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State v. Powell

New Jersey Superior Court, Appellate Division

Decided: June 12, 1991.


On appeal from Superior Court of New Jersey, Law Division, Essex County.

Coleman, Dreier and Landau. The opinion of the court was delivered by Coleman, J.h., P.J.A.D.


[250 NJSuper Page 2] This is an appeal by the State from an order suppressing evidence seized from the person of the defendant. We now reverse.

[250 NJSuper Page 3]

The following facts were adduced during the suppression hearing: On September 24, 1988, at about 12:10 a.m., Officer Raymond Brown was on routine patrol on South Munn Avenue, East Orange, when he observed a car driven by defendant. His attention was drawn to the car because he could hear loud music as he followed one car length behind defendant's vehicle. Officer Brown stopped the car to issue a summons to the driver for violating East Orange's noise pollution ordinance. While Officer Brown was outside the vehicle he noticed a large bulge in defendant's pants and asked defendant if it was a weapon. Defendant gave an evasive answer. A front seat passenger fled as a backup unit arrived. Defendant was directed to exit the vehicle and Officer Brown searched defendant's pants and found a plastic bag containing cocaine.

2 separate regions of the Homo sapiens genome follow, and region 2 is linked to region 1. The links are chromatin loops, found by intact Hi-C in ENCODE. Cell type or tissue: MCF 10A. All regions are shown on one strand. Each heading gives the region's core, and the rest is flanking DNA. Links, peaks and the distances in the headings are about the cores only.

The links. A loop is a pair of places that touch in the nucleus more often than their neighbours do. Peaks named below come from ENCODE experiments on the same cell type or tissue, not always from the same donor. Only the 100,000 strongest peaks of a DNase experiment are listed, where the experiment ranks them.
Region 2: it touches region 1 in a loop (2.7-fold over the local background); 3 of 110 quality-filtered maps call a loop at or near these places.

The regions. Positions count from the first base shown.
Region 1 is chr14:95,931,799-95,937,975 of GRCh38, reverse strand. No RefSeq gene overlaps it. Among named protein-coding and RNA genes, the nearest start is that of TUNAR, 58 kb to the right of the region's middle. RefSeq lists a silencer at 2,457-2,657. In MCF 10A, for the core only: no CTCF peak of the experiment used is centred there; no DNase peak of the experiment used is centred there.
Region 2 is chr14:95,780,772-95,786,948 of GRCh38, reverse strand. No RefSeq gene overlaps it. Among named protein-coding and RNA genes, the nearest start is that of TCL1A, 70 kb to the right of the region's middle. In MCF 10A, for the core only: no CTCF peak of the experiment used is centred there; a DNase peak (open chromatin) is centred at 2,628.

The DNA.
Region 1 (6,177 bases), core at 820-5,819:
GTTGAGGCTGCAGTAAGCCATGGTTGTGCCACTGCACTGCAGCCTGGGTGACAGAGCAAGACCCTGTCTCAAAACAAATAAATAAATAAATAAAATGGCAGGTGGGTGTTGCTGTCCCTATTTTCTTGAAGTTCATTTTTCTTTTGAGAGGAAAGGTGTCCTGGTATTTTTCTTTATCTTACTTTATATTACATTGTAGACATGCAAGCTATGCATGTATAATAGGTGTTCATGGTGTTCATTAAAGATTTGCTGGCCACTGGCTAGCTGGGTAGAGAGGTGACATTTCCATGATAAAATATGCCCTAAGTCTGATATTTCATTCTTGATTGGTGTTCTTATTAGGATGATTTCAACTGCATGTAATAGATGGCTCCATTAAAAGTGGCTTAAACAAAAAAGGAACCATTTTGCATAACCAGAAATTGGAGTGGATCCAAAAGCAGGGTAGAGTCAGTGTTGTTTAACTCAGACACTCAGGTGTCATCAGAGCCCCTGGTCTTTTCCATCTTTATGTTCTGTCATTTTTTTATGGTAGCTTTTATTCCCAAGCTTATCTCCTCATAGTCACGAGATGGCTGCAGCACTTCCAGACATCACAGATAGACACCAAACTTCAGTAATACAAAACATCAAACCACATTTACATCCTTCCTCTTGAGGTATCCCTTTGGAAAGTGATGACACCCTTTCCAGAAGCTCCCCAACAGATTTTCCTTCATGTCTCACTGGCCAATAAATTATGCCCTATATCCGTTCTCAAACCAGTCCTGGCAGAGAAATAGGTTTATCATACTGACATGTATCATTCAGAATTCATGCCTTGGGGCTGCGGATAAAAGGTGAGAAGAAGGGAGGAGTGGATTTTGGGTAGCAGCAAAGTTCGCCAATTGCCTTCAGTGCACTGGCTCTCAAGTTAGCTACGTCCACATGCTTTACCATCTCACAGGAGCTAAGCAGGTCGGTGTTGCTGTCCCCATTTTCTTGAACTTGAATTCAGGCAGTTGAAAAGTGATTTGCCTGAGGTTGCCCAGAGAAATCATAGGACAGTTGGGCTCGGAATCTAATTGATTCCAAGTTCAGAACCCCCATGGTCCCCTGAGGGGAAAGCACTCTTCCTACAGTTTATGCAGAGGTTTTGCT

Defendant was charged with third-degree possession of cocaine, contrary to N.J.S.A. 2C:35-10a(1) (Count One); and third-degree possession of cocaine with intent to distribute, contrary to N.J.S.A. 2C:35-5b(3) (Count Two).

After reviewing East Orange's noise pollution ordinance, the trial court ruled that the ordinance was void-for-vagueness and therefore held the fruits of any search subsequent to the stop tainted. The judge held that because Officer Brown discovered the contraband during a search after a stop to enforce an unconstitutional ordinance, the evidence seized subsequent to the stop should be suppressed. Delaware v. Prouse, 440 U.S. 648, 99 S. Ct. 1391, 59 L. Ed. 2d 660 (1979).*fn1